'Because, in after years,' answered her grandfather, 'he laid down the wisest head in England upon the block, for the principles of liberty.'
'Will not your Excellency order out the guard?' whispered Lord Percy, who, with other British officers, had now assembled round the General. 'There may be a plot under this mummery.'
'Tush!' we have nothing to fear,' carelessly replied Sir William Howe. 'There can be no worse treason in the matter than a jest, and that somewhat of the dullest. Even were it a sharp and bitter one, our best policy would be to laugh it off. See—here come more of these gentry.'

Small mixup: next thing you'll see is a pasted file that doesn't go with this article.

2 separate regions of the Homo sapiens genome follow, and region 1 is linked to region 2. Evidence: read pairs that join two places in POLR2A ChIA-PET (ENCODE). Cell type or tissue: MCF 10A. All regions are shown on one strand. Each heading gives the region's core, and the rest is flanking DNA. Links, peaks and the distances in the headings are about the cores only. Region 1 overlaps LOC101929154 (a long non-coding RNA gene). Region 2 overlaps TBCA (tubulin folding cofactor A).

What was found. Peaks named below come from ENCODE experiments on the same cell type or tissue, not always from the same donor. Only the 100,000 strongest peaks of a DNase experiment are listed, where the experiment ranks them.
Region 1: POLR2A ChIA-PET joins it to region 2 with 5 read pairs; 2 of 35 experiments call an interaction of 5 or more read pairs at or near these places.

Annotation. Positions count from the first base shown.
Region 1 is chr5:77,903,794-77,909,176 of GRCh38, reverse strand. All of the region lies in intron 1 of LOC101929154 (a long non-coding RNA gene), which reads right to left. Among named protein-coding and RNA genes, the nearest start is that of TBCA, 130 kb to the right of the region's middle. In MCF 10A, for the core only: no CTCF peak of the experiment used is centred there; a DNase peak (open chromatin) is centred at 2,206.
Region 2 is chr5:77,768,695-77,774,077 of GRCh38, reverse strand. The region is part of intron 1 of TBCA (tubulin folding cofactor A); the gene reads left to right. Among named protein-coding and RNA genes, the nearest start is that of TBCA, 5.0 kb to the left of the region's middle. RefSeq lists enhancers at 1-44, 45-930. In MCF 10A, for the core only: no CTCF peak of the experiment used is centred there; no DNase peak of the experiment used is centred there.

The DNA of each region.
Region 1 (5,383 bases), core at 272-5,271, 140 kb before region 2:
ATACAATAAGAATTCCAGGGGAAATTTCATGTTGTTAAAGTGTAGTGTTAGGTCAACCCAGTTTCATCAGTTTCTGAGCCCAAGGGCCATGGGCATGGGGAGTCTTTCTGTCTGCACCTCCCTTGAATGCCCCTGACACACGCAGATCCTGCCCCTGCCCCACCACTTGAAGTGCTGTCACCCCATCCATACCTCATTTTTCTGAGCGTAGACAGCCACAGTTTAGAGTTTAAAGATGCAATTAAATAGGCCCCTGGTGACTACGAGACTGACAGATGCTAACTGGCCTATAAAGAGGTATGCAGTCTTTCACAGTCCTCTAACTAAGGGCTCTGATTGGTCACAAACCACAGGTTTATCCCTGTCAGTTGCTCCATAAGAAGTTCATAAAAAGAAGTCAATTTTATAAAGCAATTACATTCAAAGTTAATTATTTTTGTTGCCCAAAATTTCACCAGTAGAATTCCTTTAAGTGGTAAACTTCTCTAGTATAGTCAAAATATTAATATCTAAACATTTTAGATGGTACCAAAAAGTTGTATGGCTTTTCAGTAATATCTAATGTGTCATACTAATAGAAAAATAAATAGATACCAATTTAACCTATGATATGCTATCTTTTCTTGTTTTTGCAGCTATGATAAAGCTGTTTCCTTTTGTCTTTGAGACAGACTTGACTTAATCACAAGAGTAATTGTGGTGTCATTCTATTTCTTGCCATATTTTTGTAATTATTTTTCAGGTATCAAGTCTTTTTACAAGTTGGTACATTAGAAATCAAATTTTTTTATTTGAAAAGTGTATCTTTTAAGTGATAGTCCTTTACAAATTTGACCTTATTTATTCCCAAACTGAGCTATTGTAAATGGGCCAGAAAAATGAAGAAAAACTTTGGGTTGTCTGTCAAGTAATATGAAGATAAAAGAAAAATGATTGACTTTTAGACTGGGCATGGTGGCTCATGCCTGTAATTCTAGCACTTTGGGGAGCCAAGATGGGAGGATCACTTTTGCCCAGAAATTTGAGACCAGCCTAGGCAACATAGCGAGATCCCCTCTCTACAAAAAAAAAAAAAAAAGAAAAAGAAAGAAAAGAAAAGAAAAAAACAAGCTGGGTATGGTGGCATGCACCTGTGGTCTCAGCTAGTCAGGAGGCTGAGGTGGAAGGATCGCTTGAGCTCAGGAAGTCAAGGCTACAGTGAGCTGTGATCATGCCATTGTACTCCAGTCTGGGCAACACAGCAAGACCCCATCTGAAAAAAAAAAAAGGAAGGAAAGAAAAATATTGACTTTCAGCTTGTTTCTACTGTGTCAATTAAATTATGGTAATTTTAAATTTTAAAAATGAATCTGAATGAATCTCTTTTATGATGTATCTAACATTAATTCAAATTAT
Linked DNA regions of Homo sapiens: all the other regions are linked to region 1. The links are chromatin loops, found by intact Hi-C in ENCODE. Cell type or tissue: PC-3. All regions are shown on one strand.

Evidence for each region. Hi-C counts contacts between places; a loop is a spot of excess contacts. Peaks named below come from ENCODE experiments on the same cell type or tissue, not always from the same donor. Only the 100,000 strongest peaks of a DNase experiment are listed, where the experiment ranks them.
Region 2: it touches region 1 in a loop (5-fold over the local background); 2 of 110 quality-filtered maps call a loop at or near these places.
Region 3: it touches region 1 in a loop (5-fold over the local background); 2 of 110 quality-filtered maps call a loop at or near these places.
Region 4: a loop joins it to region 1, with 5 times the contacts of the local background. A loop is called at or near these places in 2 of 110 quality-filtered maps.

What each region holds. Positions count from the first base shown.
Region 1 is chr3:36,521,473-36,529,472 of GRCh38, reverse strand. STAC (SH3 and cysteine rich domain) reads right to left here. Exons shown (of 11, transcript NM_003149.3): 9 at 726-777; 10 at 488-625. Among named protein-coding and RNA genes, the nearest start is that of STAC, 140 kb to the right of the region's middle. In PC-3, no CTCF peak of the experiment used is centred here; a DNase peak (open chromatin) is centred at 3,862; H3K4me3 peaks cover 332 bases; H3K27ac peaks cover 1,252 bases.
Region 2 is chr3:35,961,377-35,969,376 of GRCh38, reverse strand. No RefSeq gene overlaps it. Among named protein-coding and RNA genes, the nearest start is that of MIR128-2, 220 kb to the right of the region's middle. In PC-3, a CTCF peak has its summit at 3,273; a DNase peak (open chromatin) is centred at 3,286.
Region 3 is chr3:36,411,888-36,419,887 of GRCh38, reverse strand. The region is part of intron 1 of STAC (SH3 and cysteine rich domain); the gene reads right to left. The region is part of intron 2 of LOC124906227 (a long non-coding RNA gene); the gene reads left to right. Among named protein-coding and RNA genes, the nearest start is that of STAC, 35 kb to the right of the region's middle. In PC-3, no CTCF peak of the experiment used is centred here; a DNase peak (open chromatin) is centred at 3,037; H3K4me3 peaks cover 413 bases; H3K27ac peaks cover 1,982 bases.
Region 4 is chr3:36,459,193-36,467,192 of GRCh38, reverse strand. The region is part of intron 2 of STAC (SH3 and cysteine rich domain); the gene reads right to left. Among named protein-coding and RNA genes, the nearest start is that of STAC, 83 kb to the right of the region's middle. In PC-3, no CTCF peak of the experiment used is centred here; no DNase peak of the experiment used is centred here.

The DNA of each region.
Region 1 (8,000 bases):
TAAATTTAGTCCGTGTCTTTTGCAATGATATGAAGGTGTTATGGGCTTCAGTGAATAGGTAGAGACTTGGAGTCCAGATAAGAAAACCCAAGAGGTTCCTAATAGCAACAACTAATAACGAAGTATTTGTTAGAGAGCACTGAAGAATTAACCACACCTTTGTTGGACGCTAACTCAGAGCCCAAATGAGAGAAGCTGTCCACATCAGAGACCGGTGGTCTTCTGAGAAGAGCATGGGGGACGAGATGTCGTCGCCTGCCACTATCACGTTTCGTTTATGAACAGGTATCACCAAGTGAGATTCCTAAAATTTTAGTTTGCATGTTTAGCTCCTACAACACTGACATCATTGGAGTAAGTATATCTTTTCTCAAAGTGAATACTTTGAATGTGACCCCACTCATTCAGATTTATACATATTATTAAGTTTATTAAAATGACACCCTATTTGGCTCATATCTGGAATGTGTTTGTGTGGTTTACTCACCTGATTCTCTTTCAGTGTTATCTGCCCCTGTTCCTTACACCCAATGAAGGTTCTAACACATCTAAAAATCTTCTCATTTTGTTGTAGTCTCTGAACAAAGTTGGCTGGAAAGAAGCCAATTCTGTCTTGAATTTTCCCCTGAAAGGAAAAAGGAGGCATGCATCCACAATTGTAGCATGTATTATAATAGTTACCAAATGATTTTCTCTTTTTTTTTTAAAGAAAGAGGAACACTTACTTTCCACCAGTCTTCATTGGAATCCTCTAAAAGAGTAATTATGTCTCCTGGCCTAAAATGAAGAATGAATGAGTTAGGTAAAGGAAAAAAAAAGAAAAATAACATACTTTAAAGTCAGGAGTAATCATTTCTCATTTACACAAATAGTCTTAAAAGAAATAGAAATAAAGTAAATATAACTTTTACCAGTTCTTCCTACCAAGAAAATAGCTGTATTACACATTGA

Another group of characters had now partly descended the staircase. The first was a venerable and white-bearded patriarch, who cautiously felt his way downward with a staff. Treading hastily behind him, and stretching forth his gauntleted hand as if to grasp the old man's shoulder, came a tall, soldier-like figure, equipped with a plumed cap of steel, a bright breastplate, and a long sword, which rattled against the stairs. Next was seen a stout man, dressed in rich and courtly attire, but not of courtly demeanor; his gait had the swinging motion of a seaman's walk; and chancing to stumble on the staircase, he suddenly grew wrathful, and was heard to mutter an oath. He was followed by a noble-looking personage in a curled wig, such as are represented in the portraits of Queen Anne's time and earlier; and the breast of his coat was decorated with an embroidered star. While advancing to the door, he bowed to the right hand and to the left, in a very gracious and insinuating style; but as